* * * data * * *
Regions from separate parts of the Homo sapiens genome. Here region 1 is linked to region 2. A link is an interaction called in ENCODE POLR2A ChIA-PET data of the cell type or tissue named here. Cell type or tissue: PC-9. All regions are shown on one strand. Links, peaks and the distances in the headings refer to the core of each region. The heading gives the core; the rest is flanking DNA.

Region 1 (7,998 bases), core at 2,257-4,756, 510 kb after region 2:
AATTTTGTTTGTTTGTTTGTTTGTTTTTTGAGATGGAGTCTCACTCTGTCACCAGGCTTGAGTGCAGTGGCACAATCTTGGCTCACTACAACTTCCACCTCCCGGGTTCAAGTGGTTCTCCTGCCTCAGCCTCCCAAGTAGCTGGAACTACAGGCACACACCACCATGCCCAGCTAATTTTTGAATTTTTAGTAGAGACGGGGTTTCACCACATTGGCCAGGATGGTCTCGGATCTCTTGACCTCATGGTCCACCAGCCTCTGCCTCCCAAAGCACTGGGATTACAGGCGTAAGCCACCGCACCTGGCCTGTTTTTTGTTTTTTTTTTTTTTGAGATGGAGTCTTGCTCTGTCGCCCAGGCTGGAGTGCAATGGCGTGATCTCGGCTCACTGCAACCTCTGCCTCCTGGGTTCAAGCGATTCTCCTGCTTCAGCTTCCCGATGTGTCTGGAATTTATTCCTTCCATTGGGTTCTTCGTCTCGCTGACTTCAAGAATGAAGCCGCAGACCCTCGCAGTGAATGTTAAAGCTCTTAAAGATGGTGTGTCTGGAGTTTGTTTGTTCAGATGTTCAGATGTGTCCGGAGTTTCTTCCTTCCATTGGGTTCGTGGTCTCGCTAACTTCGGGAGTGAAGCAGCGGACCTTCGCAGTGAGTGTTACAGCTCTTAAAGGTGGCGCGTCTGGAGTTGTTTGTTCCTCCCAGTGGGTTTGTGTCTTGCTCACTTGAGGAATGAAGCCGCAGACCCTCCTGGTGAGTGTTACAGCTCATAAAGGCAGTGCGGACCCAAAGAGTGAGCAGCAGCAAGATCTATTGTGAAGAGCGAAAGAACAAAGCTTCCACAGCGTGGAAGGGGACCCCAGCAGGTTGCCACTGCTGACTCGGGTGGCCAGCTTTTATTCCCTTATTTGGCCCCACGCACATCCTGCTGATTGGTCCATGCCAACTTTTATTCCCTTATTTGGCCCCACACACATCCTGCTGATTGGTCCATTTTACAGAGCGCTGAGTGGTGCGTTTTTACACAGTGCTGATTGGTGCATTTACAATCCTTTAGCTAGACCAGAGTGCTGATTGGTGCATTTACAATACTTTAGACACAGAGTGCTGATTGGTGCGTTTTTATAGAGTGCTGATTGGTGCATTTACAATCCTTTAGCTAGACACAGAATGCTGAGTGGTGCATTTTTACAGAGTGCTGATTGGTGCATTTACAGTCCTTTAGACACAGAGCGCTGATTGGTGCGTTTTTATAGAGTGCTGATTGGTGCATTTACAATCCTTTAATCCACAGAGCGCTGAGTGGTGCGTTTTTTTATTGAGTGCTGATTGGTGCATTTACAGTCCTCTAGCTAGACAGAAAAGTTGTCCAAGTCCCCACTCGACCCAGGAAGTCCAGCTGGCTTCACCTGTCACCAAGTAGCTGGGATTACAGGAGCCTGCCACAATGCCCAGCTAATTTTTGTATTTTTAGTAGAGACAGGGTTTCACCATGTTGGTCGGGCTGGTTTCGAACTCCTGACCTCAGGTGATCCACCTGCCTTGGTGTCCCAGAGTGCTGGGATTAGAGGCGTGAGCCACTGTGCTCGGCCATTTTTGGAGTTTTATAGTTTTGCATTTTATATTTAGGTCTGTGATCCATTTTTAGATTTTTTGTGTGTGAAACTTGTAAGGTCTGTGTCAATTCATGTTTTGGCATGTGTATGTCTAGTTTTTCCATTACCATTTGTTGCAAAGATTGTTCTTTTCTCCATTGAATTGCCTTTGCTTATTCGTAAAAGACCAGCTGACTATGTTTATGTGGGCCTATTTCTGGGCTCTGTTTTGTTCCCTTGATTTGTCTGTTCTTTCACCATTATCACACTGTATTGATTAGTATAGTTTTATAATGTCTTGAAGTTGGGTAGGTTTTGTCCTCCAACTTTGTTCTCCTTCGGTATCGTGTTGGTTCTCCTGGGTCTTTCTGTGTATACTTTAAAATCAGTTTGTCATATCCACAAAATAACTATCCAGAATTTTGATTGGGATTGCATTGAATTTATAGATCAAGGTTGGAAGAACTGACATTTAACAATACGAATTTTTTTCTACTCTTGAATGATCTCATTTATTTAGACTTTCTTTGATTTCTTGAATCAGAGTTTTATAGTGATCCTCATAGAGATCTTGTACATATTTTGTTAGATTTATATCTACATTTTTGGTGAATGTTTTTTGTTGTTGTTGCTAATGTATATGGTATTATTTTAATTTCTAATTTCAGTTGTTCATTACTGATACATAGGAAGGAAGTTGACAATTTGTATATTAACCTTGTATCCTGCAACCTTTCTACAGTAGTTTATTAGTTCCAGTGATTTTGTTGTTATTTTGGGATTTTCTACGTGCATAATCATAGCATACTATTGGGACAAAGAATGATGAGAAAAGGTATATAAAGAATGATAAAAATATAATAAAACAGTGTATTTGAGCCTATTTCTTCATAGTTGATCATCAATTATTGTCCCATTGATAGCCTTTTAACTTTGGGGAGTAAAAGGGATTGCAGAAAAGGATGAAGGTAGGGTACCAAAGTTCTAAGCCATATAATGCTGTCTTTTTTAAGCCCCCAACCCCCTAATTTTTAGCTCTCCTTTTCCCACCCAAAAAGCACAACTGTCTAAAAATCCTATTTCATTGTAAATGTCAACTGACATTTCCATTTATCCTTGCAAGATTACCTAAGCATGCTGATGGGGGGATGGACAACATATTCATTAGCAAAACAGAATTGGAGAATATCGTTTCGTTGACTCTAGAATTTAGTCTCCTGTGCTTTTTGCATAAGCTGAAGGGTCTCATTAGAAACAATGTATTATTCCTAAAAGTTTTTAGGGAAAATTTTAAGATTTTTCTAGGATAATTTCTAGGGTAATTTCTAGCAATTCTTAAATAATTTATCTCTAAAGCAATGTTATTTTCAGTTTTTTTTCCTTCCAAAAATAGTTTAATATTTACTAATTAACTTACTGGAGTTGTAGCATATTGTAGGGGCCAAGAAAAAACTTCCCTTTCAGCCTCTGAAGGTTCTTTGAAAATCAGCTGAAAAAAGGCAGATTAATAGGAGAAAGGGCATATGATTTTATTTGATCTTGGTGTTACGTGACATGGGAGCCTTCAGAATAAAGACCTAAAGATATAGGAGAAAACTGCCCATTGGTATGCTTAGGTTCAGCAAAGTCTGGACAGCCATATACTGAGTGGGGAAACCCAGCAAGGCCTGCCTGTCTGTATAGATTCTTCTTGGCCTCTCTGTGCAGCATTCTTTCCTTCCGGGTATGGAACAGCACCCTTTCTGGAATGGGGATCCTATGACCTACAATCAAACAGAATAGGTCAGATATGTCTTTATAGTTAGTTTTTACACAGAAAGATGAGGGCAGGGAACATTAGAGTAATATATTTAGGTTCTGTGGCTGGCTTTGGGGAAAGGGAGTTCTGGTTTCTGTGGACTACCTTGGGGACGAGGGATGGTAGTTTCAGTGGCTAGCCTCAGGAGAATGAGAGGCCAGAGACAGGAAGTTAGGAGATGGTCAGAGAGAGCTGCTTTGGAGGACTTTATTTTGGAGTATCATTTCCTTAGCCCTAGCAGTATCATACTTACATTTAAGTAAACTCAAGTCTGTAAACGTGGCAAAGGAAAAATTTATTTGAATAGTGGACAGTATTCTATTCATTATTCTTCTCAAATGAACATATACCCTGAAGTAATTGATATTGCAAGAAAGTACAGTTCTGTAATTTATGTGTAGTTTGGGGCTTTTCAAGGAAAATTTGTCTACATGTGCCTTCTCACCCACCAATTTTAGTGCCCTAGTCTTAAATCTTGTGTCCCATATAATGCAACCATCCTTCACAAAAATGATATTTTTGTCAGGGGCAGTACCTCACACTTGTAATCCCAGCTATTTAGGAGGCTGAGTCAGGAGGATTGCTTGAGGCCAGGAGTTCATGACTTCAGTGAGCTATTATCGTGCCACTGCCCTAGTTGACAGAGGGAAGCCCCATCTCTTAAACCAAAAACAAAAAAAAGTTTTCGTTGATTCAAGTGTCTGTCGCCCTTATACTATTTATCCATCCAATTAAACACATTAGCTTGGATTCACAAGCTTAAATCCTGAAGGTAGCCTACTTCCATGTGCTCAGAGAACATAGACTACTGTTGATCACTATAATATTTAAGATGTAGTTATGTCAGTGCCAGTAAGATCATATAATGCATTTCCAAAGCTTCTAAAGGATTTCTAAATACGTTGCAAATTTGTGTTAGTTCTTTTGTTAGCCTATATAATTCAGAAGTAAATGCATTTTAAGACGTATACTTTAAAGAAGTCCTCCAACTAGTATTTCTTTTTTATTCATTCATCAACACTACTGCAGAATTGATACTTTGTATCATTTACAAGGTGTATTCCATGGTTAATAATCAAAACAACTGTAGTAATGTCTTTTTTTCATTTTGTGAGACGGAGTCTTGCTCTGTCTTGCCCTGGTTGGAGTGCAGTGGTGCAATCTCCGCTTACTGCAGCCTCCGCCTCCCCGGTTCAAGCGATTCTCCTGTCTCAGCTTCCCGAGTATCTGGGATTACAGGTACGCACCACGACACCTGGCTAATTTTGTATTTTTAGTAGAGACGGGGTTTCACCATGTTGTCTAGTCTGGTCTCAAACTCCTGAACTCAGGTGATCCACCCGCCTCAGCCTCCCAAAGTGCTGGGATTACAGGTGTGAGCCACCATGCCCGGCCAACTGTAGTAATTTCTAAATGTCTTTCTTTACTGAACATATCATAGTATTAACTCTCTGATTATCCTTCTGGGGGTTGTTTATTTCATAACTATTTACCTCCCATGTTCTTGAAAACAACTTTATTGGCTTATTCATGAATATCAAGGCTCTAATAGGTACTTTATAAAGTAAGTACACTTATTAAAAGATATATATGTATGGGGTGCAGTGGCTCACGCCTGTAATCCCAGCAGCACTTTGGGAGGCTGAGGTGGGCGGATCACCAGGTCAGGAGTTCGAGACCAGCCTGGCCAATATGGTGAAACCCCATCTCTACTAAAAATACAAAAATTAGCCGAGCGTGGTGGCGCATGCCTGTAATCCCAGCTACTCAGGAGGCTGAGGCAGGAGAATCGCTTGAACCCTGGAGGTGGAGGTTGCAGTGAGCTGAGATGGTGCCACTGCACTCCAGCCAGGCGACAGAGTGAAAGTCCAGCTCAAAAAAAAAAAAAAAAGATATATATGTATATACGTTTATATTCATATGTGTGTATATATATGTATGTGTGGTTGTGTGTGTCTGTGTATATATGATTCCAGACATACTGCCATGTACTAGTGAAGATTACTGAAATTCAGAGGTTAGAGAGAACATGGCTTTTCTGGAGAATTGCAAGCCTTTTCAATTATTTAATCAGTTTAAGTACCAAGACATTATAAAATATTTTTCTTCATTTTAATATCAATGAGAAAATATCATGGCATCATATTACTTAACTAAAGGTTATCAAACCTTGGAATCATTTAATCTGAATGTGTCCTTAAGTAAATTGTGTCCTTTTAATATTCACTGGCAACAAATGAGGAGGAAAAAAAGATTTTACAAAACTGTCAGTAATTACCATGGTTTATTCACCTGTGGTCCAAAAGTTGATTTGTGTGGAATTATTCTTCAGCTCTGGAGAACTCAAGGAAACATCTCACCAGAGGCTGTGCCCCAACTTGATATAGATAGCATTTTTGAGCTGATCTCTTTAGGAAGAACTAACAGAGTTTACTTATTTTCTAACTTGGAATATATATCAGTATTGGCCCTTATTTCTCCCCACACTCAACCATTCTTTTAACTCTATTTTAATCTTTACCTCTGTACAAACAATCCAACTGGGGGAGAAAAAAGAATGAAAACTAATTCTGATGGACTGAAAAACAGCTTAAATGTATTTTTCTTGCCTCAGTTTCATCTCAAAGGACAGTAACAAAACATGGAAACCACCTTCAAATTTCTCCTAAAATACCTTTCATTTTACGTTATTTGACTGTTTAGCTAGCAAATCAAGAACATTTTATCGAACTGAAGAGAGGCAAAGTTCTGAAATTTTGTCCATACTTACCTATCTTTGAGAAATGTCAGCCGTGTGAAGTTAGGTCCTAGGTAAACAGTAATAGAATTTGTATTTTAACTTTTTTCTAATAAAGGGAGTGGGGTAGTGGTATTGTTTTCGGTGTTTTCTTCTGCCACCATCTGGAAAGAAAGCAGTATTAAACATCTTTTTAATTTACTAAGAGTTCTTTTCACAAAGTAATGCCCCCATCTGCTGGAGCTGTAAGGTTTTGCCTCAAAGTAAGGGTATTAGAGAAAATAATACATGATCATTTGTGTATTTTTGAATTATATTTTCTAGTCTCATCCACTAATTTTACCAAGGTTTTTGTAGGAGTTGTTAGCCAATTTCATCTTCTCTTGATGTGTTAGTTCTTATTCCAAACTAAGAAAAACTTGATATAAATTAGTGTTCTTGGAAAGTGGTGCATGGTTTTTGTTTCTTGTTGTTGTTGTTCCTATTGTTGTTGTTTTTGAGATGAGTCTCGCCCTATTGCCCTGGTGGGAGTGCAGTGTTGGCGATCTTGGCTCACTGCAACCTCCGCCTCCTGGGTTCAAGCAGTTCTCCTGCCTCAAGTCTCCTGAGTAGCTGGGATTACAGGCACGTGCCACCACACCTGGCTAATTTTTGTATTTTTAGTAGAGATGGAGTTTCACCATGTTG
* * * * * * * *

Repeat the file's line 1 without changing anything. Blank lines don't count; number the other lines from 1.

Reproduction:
Regions from separate parts of the Homo sapiens genome. Here region 1 is linked to region 2. A link is an interaction called in ENCODE POLR2A ChIA-PET data of the cell type or tissue named here. Cell type or tissue: PC-9. All regions are shown on one strand. Links, peaks and the distances in the headings refer to the core of each region. The heading gives the core; the rest is flanking DNA.